Oakland flubs critical opportunity to combat retail theft

According to the City of Oakland, for years, it has taken a “decentralized” approach to the grant application process, which is part of the reason why staff bungled the opportunity to potentially secure millions of dollars in funding.  

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California plans to distribute over $267 million in grant funds to several cities to help combat organized retail theft, Gov. Gavin Newsom’s office recently announced, making it the largest single investment of its kind. However, Oakland has been disqualified from receiving this critical funding, namely because it failed to apply by the grant deadline due to alleged technical difficulties. 

Despite clearly publicizing the deadline to ensure a “level playing field,” after legal review, the California Board of State and Community Corrections subsequently determined that “the City of Oakland did not meet the necessary requirements for a successful application submission and will therefore, not be eligible for funding consideration,” BSCC director of communications Tracie Cone emailed to SFGATE.

In June, the city’s Economic and Workforce Development Department worked with the Oakland Police Department and community partners to put together an application for the governor’s Real Public Safety Plan grant opportunity, the City Administrator’s office wrote in a statement to SFGATE. While OPD and community partners provided their application materials on time, the EWDD did not.


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“Obviously this outcome is unacceptable,” the statement continued.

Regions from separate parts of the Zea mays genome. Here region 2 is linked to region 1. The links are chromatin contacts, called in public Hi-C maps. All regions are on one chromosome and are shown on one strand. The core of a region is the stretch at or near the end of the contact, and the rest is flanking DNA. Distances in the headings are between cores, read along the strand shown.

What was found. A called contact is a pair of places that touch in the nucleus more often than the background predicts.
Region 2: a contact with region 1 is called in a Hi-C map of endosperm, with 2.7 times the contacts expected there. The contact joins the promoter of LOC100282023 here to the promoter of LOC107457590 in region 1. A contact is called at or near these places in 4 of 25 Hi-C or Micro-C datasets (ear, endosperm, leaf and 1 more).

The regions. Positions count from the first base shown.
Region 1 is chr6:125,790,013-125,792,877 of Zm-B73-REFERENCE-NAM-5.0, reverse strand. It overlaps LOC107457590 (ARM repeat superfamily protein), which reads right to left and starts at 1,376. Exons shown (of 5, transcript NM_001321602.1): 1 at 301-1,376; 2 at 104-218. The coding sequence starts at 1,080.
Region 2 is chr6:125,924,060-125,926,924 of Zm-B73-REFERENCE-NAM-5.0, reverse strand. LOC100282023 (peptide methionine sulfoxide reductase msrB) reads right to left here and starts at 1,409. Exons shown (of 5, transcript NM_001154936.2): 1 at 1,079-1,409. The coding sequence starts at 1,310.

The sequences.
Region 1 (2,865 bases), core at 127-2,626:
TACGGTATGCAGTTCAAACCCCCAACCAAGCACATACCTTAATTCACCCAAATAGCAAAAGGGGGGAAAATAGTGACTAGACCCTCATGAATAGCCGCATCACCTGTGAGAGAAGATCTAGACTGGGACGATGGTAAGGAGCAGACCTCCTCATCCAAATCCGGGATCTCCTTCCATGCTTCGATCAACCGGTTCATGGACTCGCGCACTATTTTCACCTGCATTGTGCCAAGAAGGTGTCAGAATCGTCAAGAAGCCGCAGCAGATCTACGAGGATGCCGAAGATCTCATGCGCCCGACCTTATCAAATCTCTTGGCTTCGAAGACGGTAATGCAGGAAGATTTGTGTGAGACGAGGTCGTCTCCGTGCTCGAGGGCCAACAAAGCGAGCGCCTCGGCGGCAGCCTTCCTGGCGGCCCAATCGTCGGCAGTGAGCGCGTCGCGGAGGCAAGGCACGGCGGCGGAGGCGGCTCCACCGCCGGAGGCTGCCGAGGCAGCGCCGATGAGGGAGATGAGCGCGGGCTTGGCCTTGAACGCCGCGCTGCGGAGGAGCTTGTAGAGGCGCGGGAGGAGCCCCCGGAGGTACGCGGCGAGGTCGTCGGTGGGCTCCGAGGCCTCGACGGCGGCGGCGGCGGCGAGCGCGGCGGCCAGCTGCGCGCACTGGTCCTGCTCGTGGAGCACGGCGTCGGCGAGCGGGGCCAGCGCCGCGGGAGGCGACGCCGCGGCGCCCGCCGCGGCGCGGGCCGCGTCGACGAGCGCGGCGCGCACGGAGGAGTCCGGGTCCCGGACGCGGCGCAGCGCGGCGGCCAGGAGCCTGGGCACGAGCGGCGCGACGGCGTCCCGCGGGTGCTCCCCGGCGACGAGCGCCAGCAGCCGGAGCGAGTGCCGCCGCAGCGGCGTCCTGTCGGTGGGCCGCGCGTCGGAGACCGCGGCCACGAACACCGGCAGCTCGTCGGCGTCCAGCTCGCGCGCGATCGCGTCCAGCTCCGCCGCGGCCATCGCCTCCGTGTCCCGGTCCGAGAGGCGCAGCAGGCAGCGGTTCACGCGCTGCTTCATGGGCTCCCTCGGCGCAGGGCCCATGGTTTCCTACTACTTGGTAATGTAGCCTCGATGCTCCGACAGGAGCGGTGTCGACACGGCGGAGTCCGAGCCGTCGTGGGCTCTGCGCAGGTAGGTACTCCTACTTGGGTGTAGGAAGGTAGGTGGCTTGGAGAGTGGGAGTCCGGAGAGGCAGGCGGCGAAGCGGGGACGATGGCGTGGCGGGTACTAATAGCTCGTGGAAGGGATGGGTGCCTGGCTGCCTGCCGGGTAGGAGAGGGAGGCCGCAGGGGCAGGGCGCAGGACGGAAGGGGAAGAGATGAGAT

EWDD staff members did not tell SFGATE how much money Oakland would have secured, or what the technical difficulty entailed. 

According to the city’s statement, for years, Oakland has taken a “decentralized” approach to the grant application process, which is part of the reason why staff bungled the opportunity to potentially secure millions of dollars.  

Meanwhile, police departments in Fremont, Newark and Vacaville are poised to collectively receive about $7 million in funding to combat retail crime, among others receiving funding, BSCC documents show. Across the bay, San Francisco’s police department is set to receive a staggering $15.3 million, making it one of the most highly awarded agencies in the region. Funding from the organized retail grant program will be used to establish retail theft investigative units, install surveillance technology, ramp up arrests and work to curb vehicle and catalytic converter thefts, among other operations, according to the Sept. 12 news release from the governor’s office. 


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Now, Oakland Mayor Sheng Thao’s office is scrambling to hire someone who will help streamline the grant application process so that this failure doesn’t happen again. “The City Administrator is working with the City’s hiring team to expedite the hire of that position now.”


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